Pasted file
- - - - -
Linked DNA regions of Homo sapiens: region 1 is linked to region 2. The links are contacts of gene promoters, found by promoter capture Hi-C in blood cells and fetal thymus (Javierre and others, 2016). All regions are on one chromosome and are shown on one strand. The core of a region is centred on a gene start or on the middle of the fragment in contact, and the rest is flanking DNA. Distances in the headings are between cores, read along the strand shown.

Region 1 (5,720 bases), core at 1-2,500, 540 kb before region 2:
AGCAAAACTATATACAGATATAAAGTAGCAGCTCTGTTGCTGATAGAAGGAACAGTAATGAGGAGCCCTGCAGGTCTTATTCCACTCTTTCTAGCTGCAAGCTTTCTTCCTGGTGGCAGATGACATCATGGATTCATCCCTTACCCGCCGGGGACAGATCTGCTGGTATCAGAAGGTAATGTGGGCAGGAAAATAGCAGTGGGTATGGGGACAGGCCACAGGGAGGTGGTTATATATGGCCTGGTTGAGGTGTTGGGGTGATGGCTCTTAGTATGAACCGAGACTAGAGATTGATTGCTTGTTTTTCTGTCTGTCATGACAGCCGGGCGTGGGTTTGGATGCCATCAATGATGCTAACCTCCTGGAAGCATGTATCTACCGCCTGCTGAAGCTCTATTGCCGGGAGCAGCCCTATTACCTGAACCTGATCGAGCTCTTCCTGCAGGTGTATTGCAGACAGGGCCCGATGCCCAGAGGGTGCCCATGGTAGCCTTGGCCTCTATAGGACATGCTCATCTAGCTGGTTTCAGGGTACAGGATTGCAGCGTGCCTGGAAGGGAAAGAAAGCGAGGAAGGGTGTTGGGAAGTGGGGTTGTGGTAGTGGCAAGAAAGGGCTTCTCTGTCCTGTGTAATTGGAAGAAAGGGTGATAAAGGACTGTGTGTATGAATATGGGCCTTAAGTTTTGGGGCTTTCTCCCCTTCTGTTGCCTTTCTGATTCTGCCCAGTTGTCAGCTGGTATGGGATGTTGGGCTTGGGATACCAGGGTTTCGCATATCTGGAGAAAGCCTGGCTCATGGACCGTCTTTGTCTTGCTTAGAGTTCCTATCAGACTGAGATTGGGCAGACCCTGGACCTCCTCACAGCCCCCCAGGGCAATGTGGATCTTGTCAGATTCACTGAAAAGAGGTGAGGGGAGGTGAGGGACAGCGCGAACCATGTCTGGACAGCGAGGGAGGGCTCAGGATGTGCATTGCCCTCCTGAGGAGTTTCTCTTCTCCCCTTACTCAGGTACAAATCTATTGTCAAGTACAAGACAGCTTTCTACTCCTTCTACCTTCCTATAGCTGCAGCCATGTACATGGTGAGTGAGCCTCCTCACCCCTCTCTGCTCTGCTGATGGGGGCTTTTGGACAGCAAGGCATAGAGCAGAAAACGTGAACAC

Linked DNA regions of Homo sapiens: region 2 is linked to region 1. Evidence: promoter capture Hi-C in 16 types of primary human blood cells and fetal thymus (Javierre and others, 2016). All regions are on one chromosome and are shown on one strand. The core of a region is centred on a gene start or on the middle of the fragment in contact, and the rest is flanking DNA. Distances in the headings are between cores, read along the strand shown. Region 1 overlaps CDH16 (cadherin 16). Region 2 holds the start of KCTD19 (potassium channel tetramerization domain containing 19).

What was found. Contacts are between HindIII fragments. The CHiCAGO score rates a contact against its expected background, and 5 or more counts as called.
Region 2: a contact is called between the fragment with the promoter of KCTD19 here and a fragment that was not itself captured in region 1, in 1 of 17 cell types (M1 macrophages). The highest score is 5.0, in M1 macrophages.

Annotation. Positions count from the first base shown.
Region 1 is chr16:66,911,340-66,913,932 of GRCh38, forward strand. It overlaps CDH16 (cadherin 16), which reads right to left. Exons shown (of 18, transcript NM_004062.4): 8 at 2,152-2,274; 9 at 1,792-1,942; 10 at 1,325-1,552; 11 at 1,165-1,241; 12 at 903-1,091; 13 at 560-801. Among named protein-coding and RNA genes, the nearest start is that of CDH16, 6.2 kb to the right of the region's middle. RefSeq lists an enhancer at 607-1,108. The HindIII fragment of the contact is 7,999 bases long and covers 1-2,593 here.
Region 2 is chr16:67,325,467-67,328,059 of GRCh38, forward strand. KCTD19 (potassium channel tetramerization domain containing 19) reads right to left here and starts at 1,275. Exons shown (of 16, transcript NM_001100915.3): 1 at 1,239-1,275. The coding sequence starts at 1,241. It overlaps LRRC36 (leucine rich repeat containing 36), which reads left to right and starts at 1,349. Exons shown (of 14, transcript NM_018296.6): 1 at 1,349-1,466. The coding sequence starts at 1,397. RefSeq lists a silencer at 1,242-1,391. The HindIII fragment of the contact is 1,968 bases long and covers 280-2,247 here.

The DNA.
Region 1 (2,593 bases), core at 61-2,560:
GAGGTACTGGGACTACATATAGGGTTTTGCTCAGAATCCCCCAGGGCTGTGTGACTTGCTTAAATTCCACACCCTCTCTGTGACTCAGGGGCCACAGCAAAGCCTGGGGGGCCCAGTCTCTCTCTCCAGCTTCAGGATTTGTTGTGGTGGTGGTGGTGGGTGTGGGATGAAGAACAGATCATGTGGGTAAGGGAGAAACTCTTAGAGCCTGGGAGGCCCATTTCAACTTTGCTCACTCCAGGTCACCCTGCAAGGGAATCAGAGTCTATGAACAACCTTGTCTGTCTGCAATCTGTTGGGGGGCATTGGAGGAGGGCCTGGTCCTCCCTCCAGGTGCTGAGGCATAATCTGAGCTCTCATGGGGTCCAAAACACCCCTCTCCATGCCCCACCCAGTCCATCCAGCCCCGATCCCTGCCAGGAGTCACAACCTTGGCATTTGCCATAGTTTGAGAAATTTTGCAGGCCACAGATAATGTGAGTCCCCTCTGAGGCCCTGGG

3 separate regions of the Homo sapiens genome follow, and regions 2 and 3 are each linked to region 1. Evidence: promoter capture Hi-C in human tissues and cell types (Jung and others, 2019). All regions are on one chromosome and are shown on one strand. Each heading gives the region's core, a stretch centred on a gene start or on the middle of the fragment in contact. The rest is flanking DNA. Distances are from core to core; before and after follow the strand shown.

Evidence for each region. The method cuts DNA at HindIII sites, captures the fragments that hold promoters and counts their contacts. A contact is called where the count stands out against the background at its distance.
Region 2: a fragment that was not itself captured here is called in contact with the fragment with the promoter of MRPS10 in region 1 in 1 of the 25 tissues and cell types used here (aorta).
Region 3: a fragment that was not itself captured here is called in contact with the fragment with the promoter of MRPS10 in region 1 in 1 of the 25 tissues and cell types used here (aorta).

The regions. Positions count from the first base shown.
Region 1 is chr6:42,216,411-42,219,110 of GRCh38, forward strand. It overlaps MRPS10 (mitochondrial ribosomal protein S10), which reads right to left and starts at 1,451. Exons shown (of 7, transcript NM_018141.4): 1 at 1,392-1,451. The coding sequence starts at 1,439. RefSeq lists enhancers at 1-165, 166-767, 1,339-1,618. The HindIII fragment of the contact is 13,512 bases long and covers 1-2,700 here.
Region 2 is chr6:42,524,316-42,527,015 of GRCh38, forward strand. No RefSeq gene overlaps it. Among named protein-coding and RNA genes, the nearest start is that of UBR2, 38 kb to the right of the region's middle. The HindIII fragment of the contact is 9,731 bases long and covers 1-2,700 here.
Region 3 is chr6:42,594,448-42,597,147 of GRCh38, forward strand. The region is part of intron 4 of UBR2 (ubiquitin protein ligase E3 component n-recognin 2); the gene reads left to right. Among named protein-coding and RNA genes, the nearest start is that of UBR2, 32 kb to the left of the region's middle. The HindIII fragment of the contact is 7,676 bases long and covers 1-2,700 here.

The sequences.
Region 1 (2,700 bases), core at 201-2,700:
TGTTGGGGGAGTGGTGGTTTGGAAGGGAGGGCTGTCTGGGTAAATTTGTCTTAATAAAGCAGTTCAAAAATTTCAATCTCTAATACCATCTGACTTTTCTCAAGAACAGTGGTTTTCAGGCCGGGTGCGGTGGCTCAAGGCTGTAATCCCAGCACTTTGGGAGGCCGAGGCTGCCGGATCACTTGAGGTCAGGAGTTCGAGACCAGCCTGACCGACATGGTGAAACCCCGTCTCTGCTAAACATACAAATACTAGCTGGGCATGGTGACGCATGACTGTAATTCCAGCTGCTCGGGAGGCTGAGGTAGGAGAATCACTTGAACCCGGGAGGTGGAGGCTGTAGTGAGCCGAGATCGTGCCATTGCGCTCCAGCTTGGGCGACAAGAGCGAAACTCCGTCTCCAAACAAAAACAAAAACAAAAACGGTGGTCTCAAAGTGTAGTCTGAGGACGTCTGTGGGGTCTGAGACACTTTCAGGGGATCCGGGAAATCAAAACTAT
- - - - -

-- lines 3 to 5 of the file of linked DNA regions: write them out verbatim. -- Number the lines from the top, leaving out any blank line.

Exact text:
AGCAAAACTATATACAGATATAAAGTAGCAGCTCTGTTGCTGATAGAAGGAACAGTAATGAGGAGCCCTGCAGGTCTTATTCCACTCTTTCTAGCTGCAAGCTTTCTTCCTGGTGGCAGATGACATCATGGATTCATCCCTTACCCGCCGGGGACAGATCTGCTGGTATCAGAAGGTAATGTGGGCAGGAAAATAGCAGTGGGTATGGGGACAGGCCACAGGGAGGTGGTTATATATGGCCTGGTTGAGGTGTTGGGGTGATGGCTCTTAGTATGAACCGAGACTAGAGATTGATTGCTTGTTTTTCTGTCTGTCATGACAGCCGGGCGTGGGTTTGGATGCCATCAATGATGCTAACCTCCTGGAAGCATGTATCTACCGCCTGCTGAAGCTCTATTGCCGGGAGCAGCCCTATTACCTGAACCTGATCGAGCTCTTCCTGCAGGTGTATTGCAGACAGGGCCCGATGCCCAGAGGGTGCCCATGGTAGCCTTGGCCTCTATAGGACATGCTCATCTAGCTGGTTTCAGGGTACAGGATTGCAGCGTGCCTGGAAGGGAAAGAAAGCGAGGAAGGGTGTTGGGAAGTGGGGTTGTGGTAGTGGCAAGAAAGGGCTTCTCTGTCCTGTGTAATTGGAAGAAAGGGTGATAAAGGACTGTGTGTATGAATATGGGCCTTAAGTTTTGGGGCTTTCTCCCCTTCTGTTGCCTTTCTGATTCTGCCCAGTTGTCAGCTGGTATGGGATGTTGGGCTTGGGATACCAGGGTTTCGCATATCTGGAGAAAGCCTGGCTCATGGACCGTCTTTGTCTTGCTTAGAGTTCCTATCAGACTGAGATTGGGCAGACCCTGGACCTCCTCACAGCCCCCCAGGGCAATGTGGATCTTGTCAGATTCACTGAAAAGAGGTGAGGGGAGGTGAGGGACAGCGCGAACCATGTCTGGACAGCGAGGGAGGGCTCAGGATGTGCATTGCCCTCCTGAGGAGTTTCTCTTCTCCCCTTACTCAGGTACAAATCTATTGTCAAGTACAAGACAGCTTTCTACTCCTTCTACCTTCCTATAGCTGCAGCCATGTACATGGTGAGTGAGCCTCCTCACCCCTCTCTGCTCTGCTGATGGGGGCTTTTGGACAGCAAGGCATAGAGCAGAAAACGTGAACAC

Linked DNA regions of Homo sapiens: region 2 is linked to region 1. Evidence: promoter capture Hi-C in 16 types of primary human blood cells and fetal thymus (Javierre and others, 2016). All regions are on one chromosome and are shown on one strand. The core of a region is centred on a gene start or on the middle of the fragment in contact, and the rest is flanking DNA. Distances in the headings are between cores, read along the strand shown. Region 1 overlaps CDH16 (cadherin 16). Region 2 holds the start of KCTD19 (potassium channel tetramerization domain containing 19).

What was found. Contacts are between HindIII fragments. The CHiCAGO score rates a contact against its expected background, and 5 or more counts as called.